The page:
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Depression Workbook

by Mary Ellen Copeland, M.S., M.A.

This resource features a wealth of interactive exercises that teach essential coping skills.

Full Description:   

The Depression Workbook offers step-by-step, self-help guidance for:

  • Taking responsibility for your own wellness
  • Using charts to track and control your moods
  • Finding appropriate mental health professionals
  • Building a support system
  • Increasing your self-confidence and self-esteem
  • Using relaxation, diet, exercise, and full-sprectrum light to stabilize your moods
  • Avoiding conditions that can exacerbate your mood swings

This resource features a wealth of interactive exercises that teach essential coping skills, offers special sections that provide up-to-date information about optimizing the therapeutic effects of exercise, full-spectrum lighting, and diet, as well as the possible harmful effects of electromagnetic radiation.

The workbook is further enlighted by the responses of 120 participants in a survey of depressives and manic depressives, who share their insights, experiences, and strategies for living with extreme mood swings.

Sample Activity

A Four-Step Process for Eliminating Distorted Thoughts

There are several simple and very effective techniques for changing or eliminating stress-producing, distorted, and negative thought patterns to positive ones. By systematically examining thought patterns and applying behavioral techniques, you can change the way you think and feel about yourself and your life. This will have a profound effect on your moods, and will greatly enhance the quality of your life. The four steps in this process involve

  • Identifying your emotion
  • Describing the situation that gave rise to the emotion
  • Identifying the distortion in your thought process
  • Refuting the distortion

Read through the example below.

  1. What emotion (or emotions) are you feeling now?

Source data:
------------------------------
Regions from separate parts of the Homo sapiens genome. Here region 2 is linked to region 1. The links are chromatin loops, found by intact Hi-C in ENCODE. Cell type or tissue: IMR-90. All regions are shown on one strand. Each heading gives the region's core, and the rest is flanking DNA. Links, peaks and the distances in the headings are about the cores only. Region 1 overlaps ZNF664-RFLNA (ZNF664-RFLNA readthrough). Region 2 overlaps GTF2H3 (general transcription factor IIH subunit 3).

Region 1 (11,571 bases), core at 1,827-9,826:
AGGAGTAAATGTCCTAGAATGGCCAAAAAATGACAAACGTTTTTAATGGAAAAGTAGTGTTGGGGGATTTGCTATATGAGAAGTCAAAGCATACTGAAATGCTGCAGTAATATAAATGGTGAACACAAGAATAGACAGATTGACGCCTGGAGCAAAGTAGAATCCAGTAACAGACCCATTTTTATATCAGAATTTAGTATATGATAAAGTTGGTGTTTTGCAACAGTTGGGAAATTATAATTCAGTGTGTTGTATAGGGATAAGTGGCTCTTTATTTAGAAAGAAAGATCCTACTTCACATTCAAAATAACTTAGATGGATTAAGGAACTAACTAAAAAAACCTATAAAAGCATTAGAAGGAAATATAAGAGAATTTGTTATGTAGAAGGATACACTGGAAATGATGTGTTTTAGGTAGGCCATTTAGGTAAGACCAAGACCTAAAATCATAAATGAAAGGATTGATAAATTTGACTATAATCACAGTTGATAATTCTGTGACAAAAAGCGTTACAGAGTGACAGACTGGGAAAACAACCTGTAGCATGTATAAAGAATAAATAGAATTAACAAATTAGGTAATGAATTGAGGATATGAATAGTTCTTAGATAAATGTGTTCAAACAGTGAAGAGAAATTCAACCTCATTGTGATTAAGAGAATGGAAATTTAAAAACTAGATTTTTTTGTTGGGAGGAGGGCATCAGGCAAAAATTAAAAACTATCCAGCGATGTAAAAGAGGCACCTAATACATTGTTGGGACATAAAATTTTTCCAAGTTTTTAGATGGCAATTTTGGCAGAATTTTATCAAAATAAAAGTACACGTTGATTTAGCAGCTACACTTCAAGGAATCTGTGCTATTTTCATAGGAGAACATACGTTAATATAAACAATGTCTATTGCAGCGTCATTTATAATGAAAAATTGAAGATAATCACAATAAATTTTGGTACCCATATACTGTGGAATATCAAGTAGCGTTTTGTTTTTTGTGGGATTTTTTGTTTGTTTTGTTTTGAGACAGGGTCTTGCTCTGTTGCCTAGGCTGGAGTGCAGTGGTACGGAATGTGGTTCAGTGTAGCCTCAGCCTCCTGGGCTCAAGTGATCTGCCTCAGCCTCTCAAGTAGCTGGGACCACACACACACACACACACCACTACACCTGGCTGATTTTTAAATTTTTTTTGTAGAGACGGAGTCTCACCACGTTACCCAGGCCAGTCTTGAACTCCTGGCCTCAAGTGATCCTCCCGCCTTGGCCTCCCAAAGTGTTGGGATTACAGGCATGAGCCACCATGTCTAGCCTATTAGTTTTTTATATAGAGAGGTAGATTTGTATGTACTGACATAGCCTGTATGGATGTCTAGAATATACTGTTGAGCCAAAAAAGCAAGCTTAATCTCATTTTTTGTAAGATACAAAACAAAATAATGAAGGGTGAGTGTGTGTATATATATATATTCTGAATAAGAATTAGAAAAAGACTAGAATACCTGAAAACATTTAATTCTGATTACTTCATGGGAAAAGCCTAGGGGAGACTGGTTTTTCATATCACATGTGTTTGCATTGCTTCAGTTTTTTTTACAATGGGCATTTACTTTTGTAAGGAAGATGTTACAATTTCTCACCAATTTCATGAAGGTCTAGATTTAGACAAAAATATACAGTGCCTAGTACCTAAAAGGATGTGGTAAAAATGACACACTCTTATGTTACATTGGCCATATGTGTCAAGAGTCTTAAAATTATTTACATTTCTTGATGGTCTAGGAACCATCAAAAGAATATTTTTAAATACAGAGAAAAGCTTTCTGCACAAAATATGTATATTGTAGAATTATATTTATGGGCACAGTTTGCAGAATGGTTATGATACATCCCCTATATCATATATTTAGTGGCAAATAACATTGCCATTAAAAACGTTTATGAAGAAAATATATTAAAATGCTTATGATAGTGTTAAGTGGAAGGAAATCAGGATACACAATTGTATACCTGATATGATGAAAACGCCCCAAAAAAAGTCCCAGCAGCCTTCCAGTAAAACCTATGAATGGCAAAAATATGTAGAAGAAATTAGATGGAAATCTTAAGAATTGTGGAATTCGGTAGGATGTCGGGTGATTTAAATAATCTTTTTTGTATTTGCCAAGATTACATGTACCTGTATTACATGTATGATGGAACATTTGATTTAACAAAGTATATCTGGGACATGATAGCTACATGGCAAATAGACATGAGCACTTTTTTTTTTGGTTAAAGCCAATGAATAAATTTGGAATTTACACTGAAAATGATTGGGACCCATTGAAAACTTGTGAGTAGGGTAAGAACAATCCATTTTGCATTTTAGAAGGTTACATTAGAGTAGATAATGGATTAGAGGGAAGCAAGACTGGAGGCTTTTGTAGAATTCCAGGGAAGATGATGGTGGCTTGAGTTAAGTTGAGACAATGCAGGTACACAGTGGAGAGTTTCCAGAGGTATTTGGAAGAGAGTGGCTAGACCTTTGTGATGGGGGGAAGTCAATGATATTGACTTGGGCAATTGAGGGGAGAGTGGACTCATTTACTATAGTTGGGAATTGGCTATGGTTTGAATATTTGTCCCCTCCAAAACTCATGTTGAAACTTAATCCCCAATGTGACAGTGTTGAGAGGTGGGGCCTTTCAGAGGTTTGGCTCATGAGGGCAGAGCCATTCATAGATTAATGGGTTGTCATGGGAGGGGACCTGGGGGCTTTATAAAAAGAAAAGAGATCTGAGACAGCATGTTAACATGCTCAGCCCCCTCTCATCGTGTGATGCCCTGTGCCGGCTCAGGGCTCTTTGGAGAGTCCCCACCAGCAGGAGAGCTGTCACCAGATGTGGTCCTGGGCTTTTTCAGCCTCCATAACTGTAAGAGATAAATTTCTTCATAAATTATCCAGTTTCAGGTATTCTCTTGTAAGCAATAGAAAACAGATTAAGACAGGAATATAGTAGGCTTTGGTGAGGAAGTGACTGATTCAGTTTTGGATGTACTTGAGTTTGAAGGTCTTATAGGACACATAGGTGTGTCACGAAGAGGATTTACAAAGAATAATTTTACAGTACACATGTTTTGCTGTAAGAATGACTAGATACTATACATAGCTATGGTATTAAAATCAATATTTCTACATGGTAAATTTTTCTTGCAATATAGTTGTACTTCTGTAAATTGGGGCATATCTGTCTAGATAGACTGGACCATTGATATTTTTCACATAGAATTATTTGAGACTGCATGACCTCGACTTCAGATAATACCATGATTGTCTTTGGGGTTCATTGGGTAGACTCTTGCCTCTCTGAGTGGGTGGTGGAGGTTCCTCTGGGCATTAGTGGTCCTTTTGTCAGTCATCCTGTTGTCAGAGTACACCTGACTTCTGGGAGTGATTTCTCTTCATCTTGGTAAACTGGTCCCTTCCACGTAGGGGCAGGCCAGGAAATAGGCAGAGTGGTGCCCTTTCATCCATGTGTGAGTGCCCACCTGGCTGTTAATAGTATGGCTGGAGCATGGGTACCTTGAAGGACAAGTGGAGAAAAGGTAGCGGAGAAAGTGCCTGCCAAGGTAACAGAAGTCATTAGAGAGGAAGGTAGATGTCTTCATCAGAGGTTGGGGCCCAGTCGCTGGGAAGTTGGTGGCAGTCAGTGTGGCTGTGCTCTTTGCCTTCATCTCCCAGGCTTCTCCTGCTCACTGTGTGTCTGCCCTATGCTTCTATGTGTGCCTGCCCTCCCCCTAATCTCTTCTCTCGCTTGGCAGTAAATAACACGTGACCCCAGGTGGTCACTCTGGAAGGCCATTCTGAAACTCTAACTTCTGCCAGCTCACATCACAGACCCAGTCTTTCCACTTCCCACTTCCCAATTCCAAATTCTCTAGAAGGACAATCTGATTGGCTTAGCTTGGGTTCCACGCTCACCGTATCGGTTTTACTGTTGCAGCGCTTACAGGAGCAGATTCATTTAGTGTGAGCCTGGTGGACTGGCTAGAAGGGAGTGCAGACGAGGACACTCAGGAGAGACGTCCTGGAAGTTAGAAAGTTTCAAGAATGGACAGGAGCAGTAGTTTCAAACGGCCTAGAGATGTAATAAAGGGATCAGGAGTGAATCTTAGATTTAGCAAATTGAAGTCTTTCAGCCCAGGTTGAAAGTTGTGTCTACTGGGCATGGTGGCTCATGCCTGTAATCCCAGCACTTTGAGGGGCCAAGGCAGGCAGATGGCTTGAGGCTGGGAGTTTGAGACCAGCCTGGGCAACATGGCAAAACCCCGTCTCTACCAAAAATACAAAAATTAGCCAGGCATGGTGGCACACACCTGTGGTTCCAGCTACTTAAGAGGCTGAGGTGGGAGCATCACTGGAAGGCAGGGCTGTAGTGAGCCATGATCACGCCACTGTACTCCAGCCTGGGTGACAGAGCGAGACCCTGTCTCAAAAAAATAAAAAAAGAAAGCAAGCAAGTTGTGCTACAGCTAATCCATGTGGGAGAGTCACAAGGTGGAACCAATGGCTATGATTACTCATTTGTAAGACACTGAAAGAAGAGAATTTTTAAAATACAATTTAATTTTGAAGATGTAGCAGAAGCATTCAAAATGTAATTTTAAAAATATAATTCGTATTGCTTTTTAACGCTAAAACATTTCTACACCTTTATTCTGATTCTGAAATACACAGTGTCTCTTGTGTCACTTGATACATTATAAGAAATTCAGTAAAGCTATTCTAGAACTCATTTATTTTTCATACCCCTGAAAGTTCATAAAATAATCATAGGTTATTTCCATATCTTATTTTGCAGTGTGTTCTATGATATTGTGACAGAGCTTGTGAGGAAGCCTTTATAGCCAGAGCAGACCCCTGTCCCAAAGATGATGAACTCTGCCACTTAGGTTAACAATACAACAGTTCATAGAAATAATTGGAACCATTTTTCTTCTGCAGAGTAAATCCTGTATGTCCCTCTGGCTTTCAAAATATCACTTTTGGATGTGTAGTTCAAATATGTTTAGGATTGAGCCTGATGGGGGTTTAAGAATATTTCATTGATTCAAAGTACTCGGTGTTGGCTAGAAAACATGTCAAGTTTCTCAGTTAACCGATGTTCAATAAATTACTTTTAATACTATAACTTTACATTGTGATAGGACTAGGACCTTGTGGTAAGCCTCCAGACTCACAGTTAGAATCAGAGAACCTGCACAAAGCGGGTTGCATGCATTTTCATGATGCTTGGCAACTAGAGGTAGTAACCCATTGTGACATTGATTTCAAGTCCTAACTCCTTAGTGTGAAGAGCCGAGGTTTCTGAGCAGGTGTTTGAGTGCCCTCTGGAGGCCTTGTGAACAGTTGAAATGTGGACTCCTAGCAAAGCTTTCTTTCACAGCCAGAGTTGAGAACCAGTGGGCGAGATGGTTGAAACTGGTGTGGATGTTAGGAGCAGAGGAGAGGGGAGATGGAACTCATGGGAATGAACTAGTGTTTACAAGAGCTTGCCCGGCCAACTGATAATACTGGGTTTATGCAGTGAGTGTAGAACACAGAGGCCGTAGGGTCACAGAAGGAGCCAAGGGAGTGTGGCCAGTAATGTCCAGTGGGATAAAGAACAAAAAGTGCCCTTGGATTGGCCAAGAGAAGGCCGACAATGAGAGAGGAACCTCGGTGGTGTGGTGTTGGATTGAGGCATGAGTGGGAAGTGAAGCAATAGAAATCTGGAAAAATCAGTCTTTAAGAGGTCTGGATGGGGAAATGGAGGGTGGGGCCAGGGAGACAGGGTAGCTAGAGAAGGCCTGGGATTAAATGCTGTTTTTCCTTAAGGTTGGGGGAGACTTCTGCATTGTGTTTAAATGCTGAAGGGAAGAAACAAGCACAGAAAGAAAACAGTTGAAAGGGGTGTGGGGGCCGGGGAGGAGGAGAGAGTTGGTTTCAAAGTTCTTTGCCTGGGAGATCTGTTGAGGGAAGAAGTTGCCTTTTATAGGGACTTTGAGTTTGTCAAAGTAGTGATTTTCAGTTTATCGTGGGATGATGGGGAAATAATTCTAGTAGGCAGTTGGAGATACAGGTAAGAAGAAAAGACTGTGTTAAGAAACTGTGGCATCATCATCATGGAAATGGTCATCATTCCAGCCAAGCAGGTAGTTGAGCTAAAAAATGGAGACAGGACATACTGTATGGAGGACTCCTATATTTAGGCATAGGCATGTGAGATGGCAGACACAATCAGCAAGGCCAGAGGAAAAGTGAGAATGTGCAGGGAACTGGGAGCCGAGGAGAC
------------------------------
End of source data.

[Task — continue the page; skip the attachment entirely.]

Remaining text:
I am feeling angry, tense, and anxious.

  2. Describe, in detail, the event or situation that gave rise to your emotion.
    I went to my fiend Peter's house at 4:00 p.m., as previously arranged, to go for a walk and have dinner together. He was not at home when I got there.

  3. Describe your thoughts, and identify any distortions in your thinking.
    Because Peter wasn't there, I decided he really didn't want to spend the time with me, that he really doesn't like me and doesn't respect my feelings. (This would fit in the category of mind-reading.)

  4. Refute the distortions.
    There was only one piece of evidence, his not being there when I arrived, that was the basis for my distortion. The truth is, Peter and I have been close friends for a long time. All evidence indicated that he likes me a lot. An emergency may have come up, he may have gone to do an errand that took longer than anticipated, he may have misunderstood the plan that we made or he may have forgotten that we made a plan (or I may have misunderstood)--any of which are acceptable reasons and do nothing to lend credence to my distorted thought. The best course of action for me would be to wait on his porch (doing relaxation exercises) until his return; or leave him a note asking him to call me when he gets in.

Practice using this four-step process to work on straightening out your distorted thoughts. For your first try, choose a situation in which the distortion in your thinking is fairly easy for you to identify. As the process becomes clearer, you can work on situations in which the distortion is more subtle (or in which there are several distortions operating at once). Use separate sheets of paper to ananlyze each situation.

304 pages; 8 1/2 X 11;soft bound

Preface
Introduction

Getting Started

    PART I A Clearer Picture

  1. A Medical Overview of Mood Disorders
    by Matthew McKay, Ph.D.
  2. Experiencing Depression
  3. Experiencing Mania
  4. Taking Responsibility for Your Own Wellness
  5. Possible Causes of Mood Disorders
  6. The Way Out of Depression
  7. Coming Down From Mania
  8. Using a Chart To Keep Your Moods Controlled

    PART II Support Is Essential

  9. Building a Strong Support System
  10. Finding Appropriate Health Care Professionals
  11. Support Groups
  12. Family Support

    PART III Developing a Lifestyle That Enhances Wellness
  13. Taking a Look at Your Lifestyle
  14. How About Counseling?
  15. Building Self-Esteem and Self-Confidence
  16. New Ways of Thinking
  17. Using Relaxation To Stabilize Moods
  18. Diet
  19. Exercise: Do It
  20. Light, Electromagnetic Radiation, and the Biological Clock

    PART IV Looking at Suicide

  21. Suicide: The Tragedy of Mood Instability
  22. Preventing Suicide

    PART V Resource List

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